ARC seeks public input on update to Transportation Demand Management Plan
By David Pendered
The Atlanta Regional Commission is conducting an online survey of commuters’ mobility patterns as the beginning of a two-year effort to update the region’s program to improve air quality and reduce traffic congestion.
April 8 is the deadline to complete the first survey, which is part of the ARC’s “Mobility Connections: A Plan for Expanding Opportunity” project. This is ARC’s version of a Transportation Demand Management Plan, which intends to include livability and economic matters in addition to the two core functions of air quality and mobility.
The survey is presented in a multiple-choice format. It takes a few minutes to complete and asks basic questions about how respondents travel to and from their destinations.
Subjects include travel mode to school or work; if the mode changed during the pandemic and if it’s expected to change again; was the mode selected for its speed, comfort, speed and so forth; and how does the respondent learn of commute options.
The most challenging question appears at the conclusion: “What do you think will be the most important impact on transportation in the metro Atlanta region in the future?”
The responses provided to this question are: “Transit expansion; New or consistently increasing dedicated funding; Technology (including emerging technologies such as autonomous vehicles); Increase in remote work; Population growth; Land use decisions (including densification and expansion of live/work/play efforts).”
The information provided by respondents is to help form the basis of the TDM plan ARC intends to complete by 2023.
The primary purpose of a TDM was defined as early as 1994 by the Federal Highway Administration.
“Quite simply,” the 1994 definition states, “TDM programs are designed to maximize the people-moving capability of the transportation system by increasing the number of persons in a vehicle, or by influencing the time of, or need to, travel. To accomplish these types of changes, TDM programs must rely on incentives or disincentives to make these shifts in behavior attractive.”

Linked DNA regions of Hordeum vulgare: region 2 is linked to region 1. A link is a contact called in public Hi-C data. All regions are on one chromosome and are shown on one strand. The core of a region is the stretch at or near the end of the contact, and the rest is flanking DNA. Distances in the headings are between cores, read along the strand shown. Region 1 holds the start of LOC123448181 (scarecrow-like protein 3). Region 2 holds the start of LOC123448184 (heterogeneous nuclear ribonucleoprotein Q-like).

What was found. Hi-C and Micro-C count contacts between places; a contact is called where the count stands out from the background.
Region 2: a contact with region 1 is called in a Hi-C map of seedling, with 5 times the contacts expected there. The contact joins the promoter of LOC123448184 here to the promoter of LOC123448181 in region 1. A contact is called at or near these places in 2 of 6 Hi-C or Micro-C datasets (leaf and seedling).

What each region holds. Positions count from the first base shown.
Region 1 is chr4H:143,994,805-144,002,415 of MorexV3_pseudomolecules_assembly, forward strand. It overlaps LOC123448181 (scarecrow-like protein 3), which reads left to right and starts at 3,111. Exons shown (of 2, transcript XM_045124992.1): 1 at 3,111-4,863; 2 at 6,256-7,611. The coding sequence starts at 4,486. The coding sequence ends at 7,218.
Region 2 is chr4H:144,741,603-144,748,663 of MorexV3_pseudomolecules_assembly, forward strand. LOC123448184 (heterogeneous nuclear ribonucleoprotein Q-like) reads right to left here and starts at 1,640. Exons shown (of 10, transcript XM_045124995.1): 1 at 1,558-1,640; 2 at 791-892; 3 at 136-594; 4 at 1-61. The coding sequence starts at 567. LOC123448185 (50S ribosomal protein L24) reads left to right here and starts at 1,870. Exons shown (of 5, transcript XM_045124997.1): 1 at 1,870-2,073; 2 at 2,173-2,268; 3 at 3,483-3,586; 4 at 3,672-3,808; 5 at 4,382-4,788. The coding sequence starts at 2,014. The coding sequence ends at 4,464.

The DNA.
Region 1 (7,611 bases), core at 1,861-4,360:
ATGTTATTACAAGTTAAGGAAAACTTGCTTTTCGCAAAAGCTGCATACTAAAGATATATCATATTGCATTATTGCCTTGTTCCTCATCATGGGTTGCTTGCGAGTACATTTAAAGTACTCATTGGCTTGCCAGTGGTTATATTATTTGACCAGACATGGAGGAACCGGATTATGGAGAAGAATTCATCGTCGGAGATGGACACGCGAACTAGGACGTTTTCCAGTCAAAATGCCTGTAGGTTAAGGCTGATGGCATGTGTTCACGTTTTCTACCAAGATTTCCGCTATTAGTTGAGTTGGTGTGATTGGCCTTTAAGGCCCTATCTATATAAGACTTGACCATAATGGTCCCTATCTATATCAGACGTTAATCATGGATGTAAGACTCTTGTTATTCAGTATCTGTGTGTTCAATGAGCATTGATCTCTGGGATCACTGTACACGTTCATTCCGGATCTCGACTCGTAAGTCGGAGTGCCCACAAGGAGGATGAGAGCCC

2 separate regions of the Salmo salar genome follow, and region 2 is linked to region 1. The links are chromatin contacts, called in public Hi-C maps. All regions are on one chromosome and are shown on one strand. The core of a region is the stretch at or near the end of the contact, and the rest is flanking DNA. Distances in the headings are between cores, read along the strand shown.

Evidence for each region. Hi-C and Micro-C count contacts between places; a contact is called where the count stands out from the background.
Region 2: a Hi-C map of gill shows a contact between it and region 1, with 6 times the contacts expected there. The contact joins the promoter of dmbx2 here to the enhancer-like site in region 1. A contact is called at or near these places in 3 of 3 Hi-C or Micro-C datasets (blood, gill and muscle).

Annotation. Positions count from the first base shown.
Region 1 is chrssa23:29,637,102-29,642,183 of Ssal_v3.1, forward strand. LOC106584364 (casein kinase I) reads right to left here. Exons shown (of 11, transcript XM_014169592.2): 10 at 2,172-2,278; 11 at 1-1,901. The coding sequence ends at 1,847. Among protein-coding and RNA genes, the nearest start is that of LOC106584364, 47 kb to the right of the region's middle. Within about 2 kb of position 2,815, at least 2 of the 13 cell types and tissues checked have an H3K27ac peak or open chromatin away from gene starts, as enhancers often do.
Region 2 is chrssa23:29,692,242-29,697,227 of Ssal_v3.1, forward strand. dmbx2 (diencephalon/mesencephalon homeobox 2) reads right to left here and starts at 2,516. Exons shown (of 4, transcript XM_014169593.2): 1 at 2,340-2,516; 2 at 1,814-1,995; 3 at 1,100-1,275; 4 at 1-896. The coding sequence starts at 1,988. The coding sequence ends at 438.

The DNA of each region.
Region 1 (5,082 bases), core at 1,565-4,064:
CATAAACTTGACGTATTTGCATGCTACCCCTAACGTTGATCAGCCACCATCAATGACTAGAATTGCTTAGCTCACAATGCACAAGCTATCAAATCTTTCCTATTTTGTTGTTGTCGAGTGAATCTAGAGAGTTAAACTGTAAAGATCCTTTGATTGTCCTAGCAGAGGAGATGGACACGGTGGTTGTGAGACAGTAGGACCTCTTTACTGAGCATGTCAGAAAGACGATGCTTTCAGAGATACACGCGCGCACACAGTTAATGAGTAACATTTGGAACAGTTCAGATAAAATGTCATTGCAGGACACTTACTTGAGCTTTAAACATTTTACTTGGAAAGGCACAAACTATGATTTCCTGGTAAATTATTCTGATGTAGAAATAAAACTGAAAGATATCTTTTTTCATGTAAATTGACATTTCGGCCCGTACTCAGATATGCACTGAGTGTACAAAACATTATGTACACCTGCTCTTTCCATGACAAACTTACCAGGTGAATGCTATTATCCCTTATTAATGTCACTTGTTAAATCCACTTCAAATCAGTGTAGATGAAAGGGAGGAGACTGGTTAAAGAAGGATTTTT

Metro Atlanta’s civic and political leaders have implemented some of the measures outlined in the 1994 report. They include employer subsidies to use transit, preferential parking for ridesharers and guaranteed ride-home programs for workers who may be summoned home to handle an emergency. Some companies had allowed flexible schedules, and COVID-19 closures brought widespread telecommuting patterns for businesses where that was possible.
ARC intends for the final plan to improve the collaboration between transportation demand and transportation management. The historic divide between TMD and transportation management has blurred in recent years. TDM involves changing behaviors in order to avoid overloading the capacity of roads and transit to serve commuters. Transportation management involves mobility-related efforts that can include maximizing existing infrastructure, such as turning roadside emergency lanes into travel lanes, metering ramps to control flow onto highways and resolving collisions quickly to clear lanes for travel.
The ARC offers this description of the aim of the study that’s starting with the survey: “TDM offers the region the ability to deliver better environmental outcomes, connect individuals with opportunity and essential services, improve public health and social equity, foster stronger communities, and create more prosperous and livable places.”
Click here to learn more about the program and link to the survey.